Tucked away along the rhododendron-clad banks of the River Braan, just west of historic Dunkeld, the Hermitage is an idyllic woodland walk through Craigvinean Forest, created in the 18th century and little changed today.
Passing through a gorge amid Douglas firs (including Scotland's tallest at 60 feet (18 meters), an easy 15-minute stroll reaches the Black Linn falls, which are overlooked by the Georgian folly of Ossian's Hall, so-named after a third-century hermit. A step further on is Ossian's Cave, created to represent the hermit's dwelling place. Both were built for the Duke of Atholl in 1757; the Hermitage walk has since been enjoyed by the likes of poet William Wordsworth, painter JMW Turner and Queen Victoria. However, the follies fell into disrepair in the early 20th century before being donated to the Scottish National Trust and renovated in 2008; today Ossian's Hall once more contains a magical Hall of Mirrors. A 1770 stone bridge and a totem pole carved from a magnificent Douglas fir sit nearby.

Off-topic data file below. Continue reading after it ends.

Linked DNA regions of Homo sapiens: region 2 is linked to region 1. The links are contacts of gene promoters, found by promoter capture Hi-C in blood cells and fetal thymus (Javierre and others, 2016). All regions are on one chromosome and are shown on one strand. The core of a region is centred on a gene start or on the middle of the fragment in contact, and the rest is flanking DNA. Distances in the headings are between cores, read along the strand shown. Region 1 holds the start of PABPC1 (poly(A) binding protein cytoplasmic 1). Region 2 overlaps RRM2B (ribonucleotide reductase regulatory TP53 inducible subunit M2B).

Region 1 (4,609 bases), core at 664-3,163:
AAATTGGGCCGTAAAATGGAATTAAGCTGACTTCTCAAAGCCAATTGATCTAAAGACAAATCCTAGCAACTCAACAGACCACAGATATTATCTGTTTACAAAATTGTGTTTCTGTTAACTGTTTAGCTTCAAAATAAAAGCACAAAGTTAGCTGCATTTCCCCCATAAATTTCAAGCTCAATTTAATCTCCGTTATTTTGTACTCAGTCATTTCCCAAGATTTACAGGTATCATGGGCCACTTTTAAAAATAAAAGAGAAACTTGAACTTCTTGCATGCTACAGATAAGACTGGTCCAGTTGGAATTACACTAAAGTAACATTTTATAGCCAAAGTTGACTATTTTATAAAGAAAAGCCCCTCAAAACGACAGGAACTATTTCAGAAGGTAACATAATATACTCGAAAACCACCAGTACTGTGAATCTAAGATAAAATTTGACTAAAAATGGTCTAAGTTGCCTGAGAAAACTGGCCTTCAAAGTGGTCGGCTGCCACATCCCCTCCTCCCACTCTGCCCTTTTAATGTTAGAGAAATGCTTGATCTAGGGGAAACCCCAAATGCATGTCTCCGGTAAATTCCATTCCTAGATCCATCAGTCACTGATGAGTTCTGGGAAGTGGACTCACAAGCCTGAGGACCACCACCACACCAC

The Hermitage walk is connected to a hiking network around Dunkeld, and although lovely at any time of year, is at its most glorious in fall, when the deciduous trees turn golden and the Black Linn waterfall is at its most spectacular.
Located on Old Military Road two miles (3 km) west of Dunkeld, the Hermitage is freely accessible. By car, the site can be found off the A9 Perth-Pitlochry road, while trains run 1.5 miles (2.4 km) away to the Dunkeld-Birnam Station. Car parking is available.